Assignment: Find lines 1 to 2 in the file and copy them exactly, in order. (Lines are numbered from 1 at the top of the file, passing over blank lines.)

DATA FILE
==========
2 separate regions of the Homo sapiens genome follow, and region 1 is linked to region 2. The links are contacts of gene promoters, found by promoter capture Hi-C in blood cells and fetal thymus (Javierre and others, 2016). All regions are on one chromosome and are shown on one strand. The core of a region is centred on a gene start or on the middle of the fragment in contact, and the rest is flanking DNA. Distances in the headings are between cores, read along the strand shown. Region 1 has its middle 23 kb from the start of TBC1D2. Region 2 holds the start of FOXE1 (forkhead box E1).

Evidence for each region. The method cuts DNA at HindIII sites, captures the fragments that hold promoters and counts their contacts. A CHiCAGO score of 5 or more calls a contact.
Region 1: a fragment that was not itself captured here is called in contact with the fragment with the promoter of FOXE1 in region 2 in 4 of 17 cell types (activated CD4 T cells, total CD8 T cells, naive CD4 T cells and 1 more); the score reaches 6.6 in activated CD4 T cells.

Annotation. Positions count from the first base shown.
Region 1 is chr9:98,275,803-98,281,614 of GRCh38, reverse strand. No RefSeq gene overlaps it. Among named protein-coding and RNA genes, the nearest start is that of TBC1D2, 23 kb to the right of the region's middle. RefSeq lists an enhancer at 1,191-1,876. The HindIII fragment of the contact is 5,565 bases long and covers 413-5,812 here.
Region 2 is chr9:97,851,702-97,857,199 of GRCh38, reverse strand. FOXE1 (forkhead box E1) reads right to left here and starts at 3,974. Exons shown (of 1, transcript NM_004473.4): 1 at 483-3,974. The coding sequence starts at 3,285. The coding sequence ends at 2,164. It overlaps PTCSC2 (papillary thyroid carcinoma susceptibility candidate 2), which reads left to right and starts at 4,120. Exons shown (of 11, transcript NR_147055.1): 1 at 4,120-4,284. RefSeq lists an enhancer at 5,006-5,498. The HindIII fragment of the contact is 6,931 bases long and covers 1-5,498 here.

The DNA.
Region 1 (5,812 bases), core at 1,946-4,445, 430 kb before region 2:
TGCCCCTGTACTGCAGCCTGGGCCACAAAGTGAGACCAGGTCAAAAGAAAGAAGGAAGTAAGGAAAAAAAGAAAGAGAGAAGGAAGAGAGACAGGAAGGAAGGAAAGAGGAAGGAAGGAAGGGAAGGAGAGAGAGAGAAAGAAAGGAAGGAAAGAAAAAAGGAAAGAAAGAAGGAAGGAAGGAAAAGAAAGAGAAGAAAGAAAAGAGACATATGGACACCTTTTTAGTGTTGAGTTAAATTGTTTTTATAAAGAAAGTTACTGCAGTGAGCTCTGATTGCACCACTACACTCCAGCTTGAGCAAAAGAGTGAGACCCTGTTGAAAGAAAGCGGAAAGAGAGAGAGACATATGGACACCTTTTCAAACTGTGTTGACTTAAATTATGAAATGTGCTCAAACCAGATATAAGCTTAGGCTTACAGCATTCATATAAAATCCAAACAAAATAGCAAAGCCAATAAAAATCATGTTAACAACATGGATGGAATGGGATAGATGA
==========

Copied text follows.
2 separate regions of the Homo sapiens genome follow, and region 1 is linked to region 2. The links are contacts of gene promoters, found by promoter capture Hi-C in blood cells and fetal thymus (Javierre and others, 2016). All regions are on one chromosome and are shown on one strand. The core of a region is centred on a gene start or on the middle of the fragment in contact, and the rest is flanking DNA. Distances in the headings are between cores, read along the strand shown. Region 1 has its middle 23 kb from the start of TBC1D2. Region 2 holds the start of FOXE1 (forkhead box E1).

Evidence for each region. The method cuts DNA at HindIII sites, captures the fragments that hold promoters and counts their contacts. A CHiCAGO score of 5 or more calls a contact.